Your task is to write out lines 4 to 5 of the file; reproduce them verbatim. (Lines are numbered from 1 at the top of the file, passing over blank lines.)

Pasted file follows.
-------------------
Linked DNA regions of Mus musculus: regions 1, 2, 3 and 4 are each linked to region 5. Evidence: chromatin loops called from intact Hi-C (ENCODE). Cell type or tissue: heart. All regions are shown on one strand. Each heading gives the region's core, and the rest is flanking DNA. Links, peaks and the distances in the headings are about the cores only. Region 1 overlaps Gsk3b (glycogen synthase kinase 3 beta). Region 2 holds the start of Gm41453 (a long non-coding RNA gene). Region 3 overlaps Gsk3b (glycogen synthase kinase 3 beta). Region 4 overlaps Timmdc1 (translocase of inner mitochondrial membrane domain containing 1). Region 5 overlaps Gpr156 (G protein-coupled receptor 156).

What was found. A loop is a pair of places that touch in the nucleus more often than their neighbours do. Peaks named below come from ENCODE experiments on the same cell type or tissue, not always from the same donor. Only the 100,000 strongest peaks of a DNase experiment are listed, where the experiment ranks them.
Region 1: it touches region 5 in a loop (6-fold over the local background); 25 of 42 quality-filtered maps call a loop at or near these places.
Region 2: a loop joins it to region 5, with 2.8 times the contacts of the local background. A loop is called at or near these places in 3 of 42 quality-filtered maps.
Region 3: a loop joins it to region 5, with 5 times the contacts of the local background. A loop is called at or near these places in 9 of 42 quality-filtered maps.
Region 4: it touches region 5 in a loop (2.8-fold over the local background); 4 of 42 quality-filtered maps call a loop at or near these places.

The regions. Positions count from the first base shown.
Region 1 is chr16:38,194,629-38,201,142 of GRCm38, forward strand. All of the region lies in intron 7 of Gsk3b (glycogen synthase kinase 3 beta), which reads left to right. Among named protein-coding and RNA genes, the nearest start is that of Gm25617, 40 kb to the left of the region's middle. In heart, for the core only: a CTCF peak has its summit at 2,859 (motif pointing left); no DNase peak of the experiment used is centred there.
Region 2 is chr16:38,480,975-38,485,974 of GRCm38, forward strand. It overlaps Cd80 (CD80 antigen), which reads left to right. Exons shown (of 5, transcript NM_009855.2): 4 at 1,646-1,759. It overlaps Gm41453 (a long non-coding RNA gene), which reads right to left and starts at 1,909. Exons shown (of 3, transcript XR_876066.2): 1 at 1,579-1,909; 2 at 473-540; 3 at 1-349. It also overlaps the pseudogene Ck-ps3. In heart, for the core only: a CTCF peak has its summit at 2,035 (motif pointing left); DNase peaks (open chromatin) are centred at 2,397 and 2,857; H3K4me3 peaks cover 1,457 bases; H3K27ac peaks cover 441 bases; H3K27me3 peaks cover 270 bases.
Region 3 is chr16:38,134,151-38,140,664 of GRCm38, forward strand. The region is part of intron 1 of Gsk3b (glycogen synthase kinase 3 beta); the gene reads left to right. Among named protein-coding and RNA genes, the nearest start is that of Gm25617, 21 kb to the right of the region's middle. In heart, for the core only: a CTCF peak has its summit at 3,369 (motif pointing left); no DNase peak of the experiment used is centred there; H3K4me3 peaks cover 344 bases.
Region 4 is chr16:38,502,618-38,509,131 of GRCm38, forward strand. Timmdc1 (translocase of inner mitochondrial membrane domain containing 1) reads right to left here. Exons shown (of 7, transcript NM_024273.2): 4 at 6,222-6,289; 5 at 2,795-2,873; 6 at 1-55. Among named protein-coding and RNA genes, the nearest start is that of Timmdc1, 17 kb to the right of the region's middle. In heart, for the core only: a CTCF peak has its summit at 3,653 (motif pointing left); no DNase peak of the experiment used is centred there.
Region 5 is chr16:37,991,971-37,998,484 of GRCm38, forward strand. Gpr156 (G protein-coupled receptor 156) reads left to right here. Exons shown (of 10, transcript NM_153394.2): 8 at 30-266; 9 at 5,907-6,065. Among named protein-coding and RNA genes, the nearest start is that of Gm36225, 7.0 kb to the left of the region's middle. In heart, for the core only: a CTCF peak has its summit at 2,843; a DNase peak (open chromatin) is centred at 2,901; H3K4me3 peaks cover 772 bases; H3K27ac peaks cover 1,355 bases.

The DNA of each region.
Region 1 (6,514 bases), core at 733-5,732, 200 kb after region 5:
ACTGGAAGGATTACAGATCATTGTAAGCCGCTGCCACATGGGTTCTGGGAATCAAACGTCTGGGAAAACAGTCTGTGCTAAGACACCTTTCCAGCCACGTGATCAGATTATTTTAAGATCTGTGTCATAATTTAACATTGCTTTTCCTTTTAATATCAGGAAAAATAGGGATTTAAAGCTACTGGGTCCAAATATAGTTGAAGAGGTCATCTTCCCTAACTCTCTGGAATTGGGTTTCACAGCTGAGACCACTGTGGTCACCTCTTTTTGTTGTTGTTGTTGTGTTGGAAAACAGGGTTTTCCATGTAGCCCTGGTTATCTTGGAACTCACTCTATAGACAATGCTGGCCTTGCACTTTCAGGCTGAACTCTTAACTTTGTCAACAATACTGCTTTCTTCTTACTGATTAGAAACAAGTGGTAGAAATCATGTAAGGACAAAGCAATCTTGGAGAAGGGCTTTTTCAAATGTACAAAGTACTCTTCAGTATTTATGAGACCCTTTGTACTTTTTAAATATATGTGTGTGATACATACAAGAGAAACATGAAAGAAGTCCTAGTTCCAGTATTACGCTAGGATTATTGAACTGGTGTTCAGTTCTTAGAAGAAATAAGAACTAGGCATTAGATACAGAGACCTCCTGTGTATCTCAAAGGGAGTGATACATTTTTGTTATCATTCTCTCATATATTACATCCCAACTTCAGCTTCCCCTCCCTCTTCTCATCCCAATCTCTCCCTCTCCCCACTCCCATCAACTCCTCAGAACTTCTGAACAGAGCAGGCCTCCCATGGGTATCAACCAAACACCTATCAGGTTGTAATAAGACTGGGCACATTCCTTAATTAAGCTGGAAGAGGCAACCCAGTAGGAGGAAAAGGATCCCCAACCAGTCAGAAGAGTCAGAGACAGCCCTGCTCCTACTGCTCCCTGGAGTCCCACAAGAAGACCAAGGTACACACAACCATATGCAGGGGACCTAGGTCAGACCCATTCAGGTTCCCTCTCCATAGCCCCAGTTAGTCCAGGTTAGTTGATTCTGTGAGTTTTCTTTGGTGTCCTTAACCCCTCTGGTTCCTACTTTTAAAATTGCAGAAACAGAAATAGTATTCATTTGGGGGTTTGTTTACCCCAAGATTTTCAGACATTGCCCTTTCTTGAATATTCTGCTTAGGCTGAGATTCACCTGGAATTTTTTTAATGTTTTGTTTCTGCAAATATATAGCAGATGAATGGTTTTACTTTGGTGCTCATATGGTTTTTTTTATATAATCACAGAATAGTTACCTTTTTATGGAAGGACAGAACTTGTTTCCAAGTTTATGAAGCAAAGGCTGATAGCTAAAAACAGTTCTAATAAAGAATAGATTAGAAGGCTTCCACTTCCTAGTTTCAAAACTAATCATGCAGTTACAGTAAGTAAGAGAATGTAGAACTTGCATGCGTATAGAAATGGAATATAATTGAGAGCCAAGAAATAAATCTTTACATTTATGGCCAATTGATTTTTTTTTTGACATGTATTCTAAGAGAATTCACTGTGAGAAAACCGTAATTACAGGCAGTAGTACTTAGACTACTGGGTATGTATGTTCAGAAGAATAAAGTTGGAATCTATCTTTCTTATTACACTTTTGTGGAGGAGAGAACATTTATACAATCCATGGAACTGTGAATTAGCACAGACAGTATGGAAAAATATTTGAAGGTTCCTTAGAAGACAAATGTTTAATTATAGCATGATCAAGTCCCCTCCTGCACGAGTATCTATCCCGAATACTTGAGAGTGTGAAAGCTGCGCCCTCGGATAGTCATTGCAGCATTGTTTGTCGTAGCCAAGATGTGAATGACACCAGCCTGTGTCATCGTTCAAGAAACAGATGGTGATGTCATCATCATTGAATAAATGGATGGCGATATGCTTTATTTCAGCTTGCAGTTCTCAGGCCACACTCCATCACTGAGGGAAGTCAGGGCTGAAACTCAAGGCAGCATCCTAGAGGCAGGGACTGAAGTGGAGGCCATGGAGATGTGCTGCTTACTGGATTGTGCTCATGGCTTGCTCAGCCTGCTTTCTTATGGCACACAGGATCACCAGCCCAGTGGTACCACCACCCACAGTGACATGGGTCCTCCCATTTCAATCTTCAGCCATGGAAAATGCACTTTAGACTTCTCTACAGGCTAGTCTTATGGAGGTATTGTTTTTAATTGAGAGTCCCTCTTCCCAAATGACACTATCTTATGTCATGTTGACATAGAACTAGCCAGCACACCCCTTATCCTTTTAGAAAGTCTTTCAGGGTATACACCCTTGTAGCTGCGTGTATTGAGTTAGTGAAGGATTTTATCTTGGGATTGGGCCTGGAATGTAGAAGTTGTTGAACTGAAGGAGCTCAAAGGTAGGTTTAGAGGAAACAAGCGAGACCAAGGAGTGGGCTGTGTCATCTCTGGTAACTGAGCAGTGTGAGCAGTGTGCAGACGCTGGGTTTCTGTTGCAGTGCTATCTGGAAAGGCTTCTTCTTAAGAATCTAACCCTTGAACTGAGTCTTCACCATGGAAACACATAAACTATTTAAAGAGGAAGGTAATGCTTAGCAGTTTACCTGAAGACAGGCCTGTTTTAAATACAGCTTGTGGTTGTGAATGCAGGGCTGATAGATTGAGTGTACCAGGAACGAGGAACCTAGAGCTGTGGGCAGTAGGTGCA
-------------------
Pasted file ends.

Region 2: a loop joins it to region 5, with 2.8 times the contacts of the local background. A loop is called at or near these places in 3 of 42 quality-filtered maps.
Region 3: a loop joins it to region 5, with 5 times the contacts of the local background. A loop is called at or near these places in 9 of 42 quality-filtered maps.